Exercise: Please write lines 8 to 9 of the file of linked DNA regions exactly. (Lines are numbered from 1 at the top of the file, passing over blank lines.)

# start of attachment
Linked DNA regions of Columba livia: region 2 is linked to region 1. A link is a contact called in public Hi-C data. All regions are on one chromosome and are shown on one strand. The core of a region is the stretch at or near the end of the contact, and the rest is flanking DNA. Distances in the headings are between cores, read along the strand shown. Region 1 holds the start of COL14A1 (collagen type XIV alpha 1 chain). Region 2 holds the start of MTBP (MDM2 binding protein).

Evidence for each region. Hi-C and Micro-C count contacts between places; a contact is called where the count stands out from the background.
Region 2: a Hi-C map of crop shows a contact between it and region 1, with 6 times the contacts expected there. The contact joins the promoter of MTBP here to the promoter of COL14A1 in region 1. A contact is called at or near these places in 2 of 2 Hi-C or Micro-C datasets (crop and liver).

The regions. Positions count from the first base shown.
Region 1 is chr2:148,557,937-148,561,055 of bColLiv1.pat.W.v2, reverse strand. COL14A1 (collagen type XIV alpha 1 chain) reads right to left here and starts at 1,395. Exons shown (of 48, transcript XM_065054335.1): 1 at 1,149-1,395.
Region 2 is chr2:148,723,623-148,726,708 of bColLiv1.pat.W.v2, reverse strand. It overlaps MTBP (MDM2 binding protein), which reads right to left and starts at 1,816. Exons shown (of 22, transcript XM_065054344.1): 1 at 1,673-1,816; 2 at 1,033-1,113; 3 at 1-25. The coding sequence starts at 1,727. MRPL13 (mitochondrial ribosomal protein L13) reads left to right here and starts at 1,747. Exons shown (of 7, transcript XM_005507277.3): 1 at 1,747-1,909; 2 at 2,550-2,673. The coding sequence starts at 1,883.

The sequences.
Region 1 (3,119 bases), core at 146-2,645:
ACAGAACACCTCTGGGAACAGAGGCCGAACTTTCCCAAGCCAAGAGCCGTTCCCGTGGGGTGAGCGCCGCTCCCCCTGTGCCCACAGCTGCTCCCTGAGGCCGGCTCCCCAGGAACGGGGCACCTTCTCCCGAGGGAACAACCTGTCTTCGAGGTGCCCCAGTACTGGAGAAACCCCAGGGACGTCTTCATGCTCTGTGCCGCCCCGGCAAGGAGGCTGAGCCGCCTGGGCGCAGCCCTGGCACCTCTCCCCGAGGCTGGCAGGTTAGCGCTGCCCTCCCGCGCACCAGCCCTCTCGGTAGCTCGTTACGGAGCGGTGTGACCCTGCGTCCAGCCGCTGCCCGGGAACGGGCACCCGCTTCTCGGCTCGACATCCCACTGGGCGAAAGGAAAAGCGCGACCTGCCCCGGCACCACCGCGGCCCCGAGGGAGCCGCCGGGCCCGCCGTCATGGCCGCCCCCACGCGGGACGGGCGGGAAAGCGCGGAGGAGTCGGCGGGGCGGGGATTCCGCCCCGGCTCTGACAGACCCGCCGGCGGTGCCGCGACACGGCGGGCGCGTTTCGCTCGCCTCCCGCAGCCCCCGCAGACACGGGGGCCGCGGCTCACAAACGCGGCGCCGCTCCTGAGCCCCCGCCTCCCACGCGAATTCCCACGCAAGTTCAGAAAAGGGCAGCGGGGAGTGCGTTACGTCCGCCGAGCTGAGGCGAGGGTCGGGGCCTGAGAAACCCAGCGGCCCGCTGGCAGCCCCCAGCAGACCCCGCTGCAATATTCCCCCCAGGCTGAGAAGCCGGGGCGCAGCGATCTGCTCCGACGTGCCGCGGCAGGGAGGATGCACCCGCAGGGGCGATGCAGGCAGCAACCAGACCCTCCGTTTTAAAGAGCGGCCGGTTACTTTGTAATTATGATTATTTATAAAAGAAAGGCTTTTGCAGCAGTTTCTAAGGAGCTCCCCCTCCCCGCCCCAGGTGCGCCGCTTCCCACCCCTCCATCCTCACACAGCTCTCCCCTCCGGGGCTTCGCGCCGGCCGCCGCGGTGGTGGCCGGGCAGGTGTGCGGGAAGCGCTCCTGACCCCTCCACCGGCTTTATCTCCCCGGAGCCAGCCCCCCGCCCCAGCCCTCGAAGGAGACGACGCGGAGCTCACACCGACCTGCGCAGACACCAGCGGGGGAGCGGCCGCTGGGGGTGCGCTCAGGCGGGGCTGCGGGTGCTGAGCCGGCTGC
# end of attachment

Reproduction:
Region 1 (3,119 bases), core at 146-2,645:
ACAGAACACCTCTGGGAACAGAGGCCGAACTTTCCCAAGCCAAGAGCCGTTCCCGTGGGGTGAGCGCCGCTCCCCCTGTGCCCACAGCTGCTCCCTGAGGCCGGCTCCCCAGGAACGGGGCACCTTCTCCCGAGGGAACAACCTGTCTTCGAGGTGCCCCAGTACTGGAGAAACCCCAGGGACGTCTTCATGCTCTGTGCCGCCCCGGCAAGGAGGCTGAGCCGCCTGGGCGCAGCCCTGGCACCTCTCCCCGAGGCTGGCAGGTTAGCGCTGCCCTCCCGCGCACCAGCCCTCTCGGTAGCTCGTTACGGAGCGGTGTGACCCTGCGTCCAGCCGCTGCCCGGGAACGGGCACCCGCTTCTCGGCTCGACATCCCACTGGGCGAAAGGAAAAGCGCGACCTGCCCCGGCACCACCGCGGCCCCGAGGGAGCCGCCGGGCCCGCCGTCATGGCCGCCCCCACGCGGGACGGGCGGGAAAGCGCGGAGGAGTCGGCGGGGCGGGGATTCCGCCCCGGCTCTGACAGACCCGCCGGCGGTGCCGCGACACGGCGGGCGCGTTTCGCTCGCCTCCCGCAGCCCCCGCAGACACGGGGGCCGCGGCTCACAAACGCGGCGCCGCTCCTGAGCCCCCGCCTCCCACGCGAATTCCCACGCAAGTTCAGAAAAGGGCAGCGGGGAGTGCGTTACGTCCGCCGAGCTGAGGCGAGGGTCGGGGCCTGAGAAACCCAGCGGCCCGCTGGCAGCCCCCAGCAGACCCCGCTGCAATATTCCCCCCAGGCTGAGAAGCCGGGGCGCAGCGATCTGCTCCGACGTGCCGCGGCAGGGAGGATGCACCCGCAGGGGCGATGCAGGCAGCAACCAGACCCTCCGTTTTAAAGAGCGGCCGGTTACTTTGTAATTATGATTATTTATAAAAGAAAGGCTTTTGCAGCAGTTTCTAAGGAGCTCCCCCTCCCCGCCCCAGGTGCGCCGCTTCCCACCCCTCCATCCTCACACAGCTCTCCCCTCCGGGGCTTCGCGCCGGCCGCCGCGGTGGTGGCCGGGCAGGTGTGCGGGAAGCGCTCCTGACCCCTCCACCGGCTTTATCTCCCCGGAGCCAGCCCCCCGCCCCAGCCCTCGAAGGAGACGACGCGGAGCTCACACCGACCTGCGCAGACACCAGCGGGGGAGCGGCCGCTGGGGGTGCGCTCAGGCGGGGCTGCGGGTGCTGAGCCGGCTGC